The presence of the past: K. Lynch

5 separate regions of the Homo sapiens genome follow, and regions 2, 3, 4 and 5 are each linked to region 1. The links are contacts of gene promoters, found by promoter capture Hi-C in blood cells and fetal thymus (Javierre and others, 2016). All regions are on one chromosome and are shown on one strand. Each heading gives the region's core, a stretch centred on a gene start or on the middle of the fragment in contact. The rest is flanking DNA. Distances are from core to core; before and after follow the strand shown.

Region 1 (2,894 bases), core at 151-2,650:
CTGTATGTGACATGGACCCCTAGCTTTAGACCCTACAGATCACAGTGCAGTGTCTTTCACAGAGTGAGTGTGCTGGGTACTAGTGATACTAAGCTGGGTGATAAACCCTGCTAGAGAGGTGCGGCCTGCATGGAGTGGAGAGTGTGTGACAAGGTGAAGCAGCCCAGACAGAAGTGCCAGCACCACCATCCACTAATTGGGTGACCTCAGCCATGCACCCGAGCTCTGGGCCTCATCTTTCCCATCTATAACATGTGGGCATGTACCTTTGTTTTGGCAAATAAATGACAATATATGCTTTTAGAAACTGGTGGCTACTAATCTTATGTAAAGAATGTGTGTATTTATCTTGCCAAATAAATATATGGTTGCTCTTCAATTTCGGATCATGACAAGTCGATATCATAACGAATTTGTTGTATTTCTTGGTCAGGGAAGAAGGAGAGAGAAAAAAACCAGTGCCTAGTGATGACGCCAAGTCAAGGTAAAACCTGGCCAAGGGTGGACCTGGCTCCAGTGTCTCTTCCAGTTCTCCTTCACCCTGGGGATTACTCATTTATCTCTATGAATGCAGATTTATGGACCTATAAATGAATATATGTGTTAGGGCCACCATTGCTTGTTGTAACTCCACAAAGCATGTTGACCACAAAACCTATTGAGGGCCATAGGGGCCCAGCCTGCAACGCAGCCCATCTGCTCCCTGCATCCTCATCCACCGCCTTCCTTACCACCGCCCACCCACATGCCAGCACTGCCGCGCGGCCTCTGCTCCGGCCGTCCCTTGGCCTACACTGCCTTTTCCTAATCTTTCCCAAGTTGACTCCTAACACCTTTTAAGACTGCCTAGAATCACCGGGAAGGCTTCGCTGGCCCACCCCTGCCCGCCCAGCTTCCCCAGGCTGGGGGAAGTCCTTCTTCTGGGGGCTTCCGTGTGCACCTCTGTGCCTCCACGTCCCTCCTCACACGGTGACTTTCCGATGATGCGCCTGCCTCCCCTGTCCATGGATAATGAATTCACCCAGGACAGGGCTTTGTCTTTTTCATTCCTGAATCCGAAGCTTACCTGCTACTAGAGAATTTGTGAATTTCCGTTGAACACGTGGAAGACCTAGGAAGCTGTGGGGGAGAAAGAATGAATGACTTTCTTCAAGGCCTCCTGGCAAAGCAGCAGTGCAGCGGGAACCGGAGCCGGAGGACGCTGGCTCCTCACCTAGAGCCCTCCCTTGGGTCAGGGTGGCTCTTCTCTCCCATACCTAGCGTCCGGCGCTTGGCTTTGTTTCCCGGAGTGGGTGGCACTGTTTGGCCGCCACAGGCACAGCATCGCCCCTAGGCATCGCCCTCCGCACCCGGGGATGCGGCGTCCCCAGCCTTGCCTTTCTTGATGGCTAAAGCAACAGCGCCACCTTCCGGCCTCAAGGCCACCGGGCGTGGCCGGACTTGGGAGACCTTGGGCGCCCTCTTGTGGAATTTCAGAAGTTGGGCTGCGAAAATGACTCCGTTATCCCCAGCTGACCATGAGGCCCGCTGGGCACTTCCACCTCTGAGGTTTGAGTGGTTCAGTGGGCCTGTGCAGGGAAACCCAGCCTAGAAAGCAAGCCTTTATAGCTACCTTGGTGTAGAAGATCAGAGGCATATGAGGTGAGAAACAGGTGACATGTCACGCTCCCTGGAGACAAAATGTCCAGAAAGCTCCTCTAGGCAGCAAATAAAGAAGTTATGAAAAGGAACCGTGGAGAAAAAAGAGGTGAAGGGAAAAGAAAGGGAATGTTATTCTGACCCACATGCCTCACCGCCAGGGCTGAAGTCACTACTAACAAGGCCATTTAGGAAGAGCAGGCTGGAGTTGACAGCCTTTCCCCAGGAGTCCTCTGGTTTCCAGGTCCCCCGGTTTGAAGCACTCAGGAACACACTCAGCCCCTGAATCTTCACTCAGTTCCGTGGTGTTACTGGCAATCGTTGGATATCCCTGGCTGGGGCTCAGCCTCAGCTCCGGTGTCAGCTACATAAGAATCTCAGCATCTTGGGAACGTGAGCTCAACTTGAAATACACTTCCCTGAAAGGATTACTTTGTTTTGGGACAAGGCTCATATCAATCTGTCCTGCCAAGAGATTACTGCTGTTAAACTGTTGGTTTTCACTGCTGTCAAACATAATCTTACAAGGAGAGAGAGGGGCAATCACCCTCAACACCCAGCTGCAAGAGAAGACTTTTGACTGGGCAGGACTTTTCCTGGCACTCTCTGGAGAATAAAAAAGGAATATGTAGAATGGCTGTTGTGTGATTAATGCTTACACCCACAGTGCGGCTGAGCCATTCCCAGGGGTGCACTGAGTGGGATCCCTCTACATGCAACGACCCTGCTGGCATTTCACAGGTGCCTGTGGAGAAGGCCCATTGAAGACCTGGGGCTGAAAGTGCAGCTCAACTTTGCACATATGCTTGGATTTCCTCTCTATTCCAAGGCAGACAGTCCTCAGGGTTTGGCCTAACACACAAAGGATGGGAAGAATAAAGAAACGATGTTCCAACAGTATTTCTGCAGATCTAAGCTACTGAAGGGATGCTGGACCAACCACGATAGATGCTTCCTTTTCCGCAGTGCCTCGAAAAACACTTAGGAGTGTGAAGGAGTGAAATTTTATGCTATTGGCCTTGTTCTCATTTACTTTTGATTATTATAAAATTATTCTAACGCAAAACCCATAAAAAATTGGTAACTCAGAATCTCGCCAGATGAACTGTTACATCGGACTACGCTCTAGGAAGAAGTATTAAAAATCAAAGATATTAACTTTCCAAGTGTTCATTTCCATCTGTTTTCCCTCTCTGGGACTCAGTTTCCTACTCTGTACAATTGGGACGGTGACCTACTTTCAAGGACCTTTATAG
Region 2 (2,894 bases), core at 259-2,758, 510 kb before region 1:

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Throughout the world, but particularly in the economically advanced countries, fragments of an obsolete physical environment are lovingly preserved, or restored so that they may be preserved, as relics of time gone by. Such preservation is costly not only because it involves direct outlays of money and time but also because piecemeal retention causes endless difficulties for new development. In building a new library, for example, the Harvard Graduate School of Education recently paid $500,000 to move two rather small, old houses a few hundred feet.